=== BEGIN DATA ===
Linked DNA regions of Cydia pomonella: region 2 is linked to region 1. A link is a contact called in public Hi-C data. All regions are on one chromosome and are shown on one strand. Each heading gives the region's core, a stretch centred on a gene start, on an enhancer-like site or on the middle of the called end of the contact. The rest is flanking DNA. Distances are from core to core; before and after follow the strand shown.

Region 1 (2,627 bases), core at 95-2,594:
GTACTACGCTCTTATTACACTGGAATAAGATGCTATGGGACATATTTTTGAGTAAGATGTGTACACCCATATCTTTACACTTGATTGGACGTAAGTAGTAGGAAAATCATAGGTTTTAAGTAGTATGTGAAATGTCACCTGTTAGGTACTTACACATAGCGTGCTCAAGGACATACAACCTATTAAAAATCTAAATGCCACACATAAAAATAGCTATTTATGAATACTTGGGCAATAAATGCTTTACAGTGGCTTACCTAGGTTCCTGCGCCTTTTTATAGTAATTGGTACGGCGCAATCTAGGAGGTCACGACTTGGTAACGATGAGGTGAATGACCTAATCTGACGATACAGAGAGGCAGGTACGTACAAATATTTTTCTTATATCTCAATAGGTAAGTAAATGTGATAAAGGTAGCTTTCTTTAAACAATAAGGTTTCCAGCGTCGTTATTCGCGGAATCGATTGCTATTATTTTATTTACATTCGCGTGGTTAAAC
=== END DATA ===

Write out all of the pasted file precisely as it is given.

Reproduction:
Linked DNA regions of Cydia pomonella: region 2 is linked to region 1. A link is a contact called in public Hi-C data. All regions are on one chromosome and are shown on one strand. Each heading gives the region's core, a stretch centred on a gene start, on an enhancer-like site or on the middle of the called end of the contact. The rest is flanking DNA. Distances are from core to core; before and after follow the strand shown.

Region 1 (2,627 bases), core at 95-2,594:
GTACTACGCTCTTATTACACTGGAATAAGATGCTATGGGACATATTTTTGAGTAAGATGTGTACACCCATATCTTTACACTTGATTGGACGTAAGTAGTAGGAAAATCATAGGTTTTAAGTAGTATGTGAAATGTCACCTGTTAGGTACTTACACATAGCGTGCTCAAGGACATACAACCTATTAAAAATCTAAATGCCACACATAAAAATAGCTATTTATGAATACTTGGGCAATAAATGCTTTACAGTGGCTTACCTAGGTTCCTGCGCCTTTTTATAGTAATTGGTACGGCGCAATCTAGGAGGTCACGACTTGGTAACGATGAGGTGAATGACCTAATCTGACGATACAGAGAGGCAGGTACGTACAAATATTTTTCTTATATCTCAATAGGTAAGTAAATGTGATAAAGGTAGCTTTCTTTAAACAATAAGGTTTCCAGCGTCGTTATTCGCGGAATCGATTGCTATTATTTTATTTACATTCGCGTGGTTAAAC